• November 26, 2014

Creative group produces video series for the Internet

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Posted: Sunday, March 2, 2014 4:30 am

Billy Bob’s Cowboy Burger and Fat Daddy starred in the pilot episode of the first potential season of Best Grubberies, a Web series hoping to make its mark on the Internet.

“Once we filmed it, we looked at the quality and we thought it would be a great thing to make 5-minute videos as an extended commercial and show,” said Isa Nieves, one of the creative forces behind the show, which can be seen on YouTube.

Several local artists and businesses came together to produce the video to showcase their talents and promote their businesses.

“With new technology, the budget for productions has come down quite a bit, and I want people to realize that so they can be made more aware of my business,” said William Jones, a photographer and videographer who is directing the Best Grubberies show.

These days, a good video camera can be purchased for $600 or less compared to $6,000 a few years ago, Jones said.

The Internet also made it possible for videos to be seen on more than TV. They can be posted on Facebook, individual websites, YouTube and other online platforms.

“(YouTube) gives us more options as filmmakers. We are not restricted as we are by traditional programing,” Jones said. “It allows us to be successful compared to before as being lucky.”

Nieves operates The Undefined Surrealist — a live entertainment promotion company specializing in planning, coordinating and marketing events focused on hip-hop — with her husband, James Banks.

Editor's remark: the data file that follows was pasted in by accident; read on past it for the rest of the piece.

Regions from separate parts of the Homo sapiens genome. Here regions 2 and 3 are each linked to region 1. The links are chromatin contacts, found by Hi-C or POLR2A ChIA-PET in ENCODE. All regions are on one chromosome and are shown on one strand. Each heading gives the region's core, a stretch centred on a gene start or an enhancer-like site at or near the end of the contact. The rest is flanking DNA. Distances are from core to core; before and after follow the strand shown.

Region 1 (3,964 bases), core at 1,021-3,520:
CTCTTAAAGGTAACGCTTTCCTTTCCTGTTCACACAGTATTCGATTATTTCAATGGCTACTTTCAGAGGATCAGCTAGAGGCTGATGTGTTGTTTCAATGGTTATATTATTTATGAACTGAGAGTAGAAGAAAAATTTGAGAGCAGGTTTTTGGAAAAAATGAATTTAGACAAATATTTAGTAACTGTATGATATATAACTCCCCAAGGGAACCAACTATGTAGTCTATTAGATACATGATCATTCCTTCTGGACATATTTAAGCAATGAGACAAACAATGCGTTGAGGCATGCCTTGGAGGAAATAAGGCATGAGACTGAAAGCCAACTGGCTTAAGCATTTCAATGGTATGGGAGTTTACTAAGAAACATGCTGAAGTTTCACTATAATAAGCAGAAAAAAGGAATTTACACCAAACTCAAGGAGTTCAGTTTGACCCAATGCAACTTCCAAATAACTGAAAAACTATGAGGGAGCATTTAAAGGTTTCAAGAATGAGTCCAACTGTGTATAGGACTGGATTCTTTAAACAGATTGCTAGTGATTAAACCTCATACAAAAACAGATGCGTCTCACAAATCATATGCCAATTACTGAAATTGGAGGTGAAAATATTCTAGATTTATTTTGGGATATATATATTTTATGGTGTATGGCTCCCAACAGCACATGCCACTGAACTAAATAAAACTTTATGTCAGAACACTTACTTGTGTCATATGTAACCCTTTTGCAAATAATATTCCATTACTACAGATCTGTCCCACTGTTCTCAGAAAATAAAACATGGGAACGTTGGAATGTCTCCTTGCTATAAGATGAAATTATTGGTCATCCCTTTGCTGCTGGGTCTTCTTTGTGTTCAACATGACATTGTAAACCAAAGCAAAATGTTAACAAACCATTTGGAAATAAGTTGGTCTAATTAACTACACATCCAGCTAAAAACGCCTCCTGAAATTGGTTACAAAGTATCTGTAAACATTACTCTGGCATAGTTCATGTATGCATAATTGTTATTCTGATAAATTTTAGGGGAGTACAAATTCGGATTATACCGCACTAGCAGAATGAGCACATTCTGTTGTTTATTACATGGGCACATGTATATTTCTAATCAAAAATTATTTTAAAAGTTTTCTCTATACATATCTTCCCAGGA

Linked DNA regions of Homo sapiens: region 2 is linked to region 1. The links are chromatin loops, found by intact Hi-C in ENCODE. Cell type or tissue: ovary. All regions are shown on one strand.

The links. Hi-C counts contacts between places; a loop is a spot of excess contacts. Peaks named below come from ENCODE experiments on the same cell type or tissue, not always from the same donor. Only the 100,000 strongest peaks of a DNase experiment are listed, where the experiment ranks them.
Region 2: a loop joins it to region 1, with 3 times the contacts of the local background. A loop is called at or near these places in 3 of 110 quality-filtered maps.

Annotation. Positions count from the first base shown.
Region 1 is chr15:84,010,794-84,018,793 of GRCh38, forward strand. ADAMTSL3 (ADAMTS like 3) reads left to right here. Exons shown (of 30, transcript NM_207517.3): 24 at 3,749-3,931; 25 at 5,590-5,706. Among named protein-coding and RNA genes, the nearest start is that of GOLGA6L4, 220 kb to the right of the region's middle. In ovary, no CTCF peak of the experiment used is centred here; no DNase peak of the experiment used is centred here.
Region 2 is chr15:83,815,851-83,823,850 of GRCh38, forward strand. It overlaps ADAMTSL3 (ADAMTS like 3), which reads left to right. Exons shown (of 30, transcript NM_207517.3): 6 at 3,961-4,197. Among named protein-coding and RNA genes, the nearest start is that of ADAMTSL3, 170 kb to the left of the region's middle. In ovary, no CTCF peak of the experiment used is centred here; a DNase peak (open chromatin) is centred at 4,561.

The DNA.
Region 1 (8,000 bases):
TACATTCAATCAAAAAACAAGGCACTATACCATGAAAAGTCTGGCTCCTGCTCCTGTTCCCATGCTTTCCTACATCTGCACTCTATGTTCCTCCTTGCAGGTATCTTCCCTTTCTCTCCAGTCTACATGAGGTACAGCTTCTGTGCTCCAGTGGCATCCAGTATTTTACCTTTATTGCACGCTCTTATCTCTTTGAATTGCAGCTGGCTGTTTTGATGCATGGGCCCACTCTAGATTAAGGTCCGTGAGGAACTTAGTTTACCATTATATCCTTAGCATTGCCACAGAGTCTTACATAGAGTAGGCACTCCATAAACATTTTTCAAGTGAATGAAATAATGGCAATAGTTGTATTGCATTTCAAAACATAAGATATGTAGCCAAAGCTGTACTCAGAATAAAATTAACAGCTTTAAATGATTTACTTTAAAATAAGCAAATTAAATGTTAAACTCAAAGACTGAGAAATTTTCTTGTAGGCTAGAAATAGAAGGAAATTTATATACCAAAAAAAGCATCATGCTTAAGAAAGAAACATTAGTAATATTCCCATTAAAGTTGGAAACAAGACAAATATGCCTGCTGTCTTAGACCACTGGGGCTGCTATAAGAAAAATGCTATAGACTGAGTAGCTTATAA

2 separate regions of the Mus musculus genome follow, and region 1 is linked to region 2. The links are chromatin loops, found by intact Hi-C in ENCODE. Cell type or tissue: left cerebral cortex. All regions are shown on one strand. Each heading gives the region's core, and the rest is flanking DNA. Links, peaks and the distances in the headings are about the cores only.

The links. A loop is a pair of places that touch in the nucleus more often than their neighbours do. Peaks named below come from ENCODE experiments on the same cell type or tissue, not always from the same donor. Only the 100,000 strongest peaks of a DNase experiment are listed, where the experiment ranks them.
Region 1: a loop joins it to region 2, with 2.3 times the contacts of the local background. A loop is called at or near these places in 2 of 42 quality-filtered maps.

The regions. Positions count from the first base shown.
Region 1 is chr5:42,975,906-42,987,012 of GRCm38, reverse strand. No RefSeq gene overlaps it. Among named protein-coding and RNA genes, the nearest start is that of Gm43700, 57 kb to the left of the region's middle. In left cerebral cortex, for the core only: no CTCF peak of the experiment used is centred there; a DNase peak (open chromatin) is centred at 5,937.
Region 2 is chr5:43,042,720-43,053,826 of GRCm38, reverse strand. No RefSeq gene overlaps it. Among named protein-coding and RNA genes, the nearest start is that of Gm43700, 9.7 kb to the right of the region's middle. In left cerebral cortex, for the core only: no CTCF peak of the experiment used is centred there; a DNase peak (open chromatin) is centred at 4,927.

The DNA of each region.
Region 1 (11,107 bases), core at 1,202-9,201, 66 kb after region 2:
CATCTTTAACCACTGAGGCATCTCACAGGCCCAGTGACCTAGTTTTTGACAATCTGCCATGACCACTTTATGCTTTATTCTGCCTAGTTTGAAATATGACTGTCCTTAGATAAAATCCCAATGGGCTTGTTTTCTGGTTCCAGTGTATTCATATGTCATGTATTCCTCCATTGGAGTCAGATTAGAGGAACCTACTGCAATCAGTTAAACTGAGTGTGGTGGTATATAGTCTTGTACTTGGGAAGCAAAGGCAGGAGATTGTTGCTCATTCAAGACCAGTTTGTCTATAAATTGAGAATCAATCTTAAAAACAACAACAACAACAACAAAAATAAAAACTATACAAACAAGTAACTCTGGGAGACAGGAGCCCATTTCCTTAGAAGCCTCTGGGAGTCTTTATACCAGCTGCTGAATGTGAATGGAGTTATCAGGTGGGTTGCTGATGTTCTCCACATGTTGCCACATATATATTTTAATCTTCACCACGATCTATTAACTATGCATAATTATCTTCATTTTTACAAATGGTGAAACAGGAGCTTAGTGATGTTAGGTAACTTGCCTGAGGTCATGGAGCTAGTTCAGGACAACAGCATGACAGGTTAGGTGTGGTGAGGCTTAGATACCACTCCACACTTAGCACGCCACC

The couple serves as producers, and Banks also provides background music for the show. The couple also mixes the sound at Goode Sound Studio, which they help manage on Rancier Avenue. The stars of the show are local hip-hop artists who take the eateries’ food challenges.

Success stories

The Internet platform can lead to successful business ventures while allowing creators to have freedom.

Rocket Jump is a California-based production studio that gained a huge YouTube fandom with several digital shorts. The studio’s latest Web series, Video Game High School, can be seen on Netflix.

The first two seasons were widely successful and originally funded through Kickstarter, an online crowd-funding source. The Best Grubberies also aims to use Kickstarter to fund projects.

Freddie Wong, one of the creators of Rocket Jump, said Web series are great places for artists to own what they create.

“We want to own our own content — that means TV show-length projects and feature-length projects,” Wong stated on Reddit.com.

“Will those projects show up in theaters? That remains to be seen. Functionally, doing Video Game High School as a six-episode TV show and putting it online and having people watch it on smart TVs is really not that different than how ‘traditional’ TV is currently consumed.”

Another online success story is Austin-based Rooster Teeth. The firm is responsible for Red vs. Blue, an animated Web series based on the X-Box video game series “Halo.”

The Rooster Teeth YouTube channel became the eighth most-viewed non-music YouTube channel in the world in 2012, according to www.roosterteeth.com. It now has more than 5 million YouTube subscribers and 2.2 billion views. The company’s website has 5 million unique monthly visitors with 1.4 million registered community members.

The Austin studio, which still creates digital shorts and now makes podcasts, has won multiple awards and been featured by hundreds of publications and networks, including MTV, G4, The New York Times and Rolling Stone Magazine.

Where to go from here

While Best Grubberies has yet to hit 1,000 views on its first episode, creators hope to continue showcasing their skills in Central Texas.

On Thursday, they shot the second episode at the Waffle Cone in Copperas Cove. Nieves said the episode aims to capture a fun, retro feel through an eating contest.

The creative group is already at work on a second video project, a national music video competition.

“We have a passion for just creating,” Nieves said. “I love that the project does stuff from outside the hip-hop world. I think if we get paid to do what we love, we are happy people.”

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